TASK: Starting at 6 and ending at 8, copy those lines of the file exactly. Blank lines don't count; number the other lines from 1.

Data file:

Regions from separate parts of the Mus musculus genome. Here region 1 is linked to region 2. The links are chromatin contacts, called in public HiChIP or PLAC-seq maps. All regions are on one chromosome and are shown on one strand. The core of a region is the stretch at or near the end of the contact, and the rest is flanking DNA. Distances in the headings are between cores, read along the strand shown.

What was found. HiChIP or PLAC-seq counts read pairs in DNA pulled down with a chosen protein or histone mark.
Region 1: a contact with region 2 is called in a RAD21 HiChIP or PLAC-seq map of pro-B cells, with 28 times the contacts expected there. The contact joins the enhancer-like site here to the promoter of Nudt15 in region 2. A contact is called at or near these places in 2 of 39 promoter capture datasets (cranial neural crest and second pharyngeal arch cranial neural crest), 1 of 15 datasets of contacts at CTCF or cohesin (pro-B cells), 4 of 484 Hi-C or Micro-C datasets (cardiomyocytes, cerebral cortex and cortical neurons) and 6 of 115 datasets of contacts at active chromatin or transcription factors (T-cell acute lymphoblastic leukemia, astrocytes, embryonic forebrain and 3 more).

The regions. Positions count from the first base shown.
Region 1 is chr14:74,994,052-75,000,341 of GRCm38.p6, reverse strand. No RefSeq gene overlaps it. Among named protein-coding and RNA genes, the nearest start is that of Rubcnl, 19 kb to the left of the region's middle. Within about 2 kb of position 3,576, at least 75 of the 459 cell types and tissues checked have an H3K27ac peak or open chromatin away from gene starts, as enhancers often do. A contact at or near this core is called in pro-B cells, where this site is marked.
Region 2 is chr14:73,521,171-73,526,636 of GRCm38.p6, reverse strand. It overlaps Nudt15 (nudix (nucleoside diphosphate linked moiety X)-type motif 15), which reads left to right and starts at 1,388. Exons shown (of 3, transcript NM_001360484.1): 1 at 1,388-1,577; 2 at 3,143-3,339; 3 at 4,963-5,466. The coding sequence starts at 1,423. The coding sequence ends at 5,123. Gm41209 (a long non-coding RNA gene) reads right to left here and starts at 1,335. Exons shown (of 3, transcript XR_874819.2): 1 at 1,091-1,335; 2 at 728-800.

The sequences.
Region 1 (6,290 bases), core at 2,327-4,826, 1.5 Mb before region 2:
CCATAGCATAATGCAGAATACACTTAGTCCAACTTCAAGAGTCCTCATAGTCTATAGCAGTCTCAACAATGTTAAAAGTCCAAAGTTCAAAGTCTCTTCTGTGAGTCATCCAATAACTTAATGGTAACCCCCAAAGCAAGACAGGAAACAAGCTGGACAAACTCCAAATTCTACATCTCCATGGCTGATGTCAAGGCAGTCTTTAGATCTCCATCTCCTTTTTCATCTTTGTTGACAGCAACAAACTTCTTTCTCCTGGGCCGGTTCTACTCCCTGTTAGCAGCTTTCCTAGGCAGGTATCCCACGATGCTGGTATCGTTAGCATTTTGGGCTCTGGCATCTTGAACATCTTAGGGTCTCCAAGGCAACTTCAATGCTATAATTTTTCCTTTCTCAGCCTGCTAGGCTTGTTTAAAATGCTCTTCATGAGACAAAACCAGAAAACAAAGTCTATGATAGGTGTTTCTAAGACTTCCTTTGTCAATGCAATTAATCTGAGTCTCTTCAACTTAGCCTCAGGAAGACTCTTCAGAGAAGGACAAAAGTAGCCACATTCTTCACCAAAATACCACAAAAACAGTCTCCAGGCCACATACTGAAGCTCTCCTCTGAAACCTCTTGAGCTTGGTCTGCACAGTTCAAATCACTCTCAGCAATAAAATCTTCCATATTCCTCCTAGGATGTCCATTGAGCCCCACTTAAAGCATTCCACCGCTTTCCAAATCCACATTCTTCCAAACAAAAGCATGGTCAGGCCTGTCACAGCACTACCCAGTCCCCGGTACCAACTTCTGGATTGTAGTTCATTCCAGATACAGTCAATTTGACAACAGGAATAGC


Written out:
Region 2 is chr14:73,521,171-73,526,636 of GRCm38.p6, reverse strand. It overlaps Nudt15 (nudix (nucleoside diphosphate linked moiety X)-type motif 15), which reads left to right and starts at 1,388. Exons shown (of 3, transcript NM_001360484.1): 1 at 1,388-1,577; 2 at 3,143-3,339; 3 at 4,963-5,466. The coding sequence starts at 1,423. The coding sequence ends at 5,123. Gm41209 (a long non-coding RNA gene) reads right to left here and starts at 1,335. Exons shown (of 3, transcript XR_874819.2): 1 at 1,091-1,335; 2 at 728-800.

The sequences.
Region 1 (6,290 bases), core at 2,327-4,826, 1.5 Mb before region 2: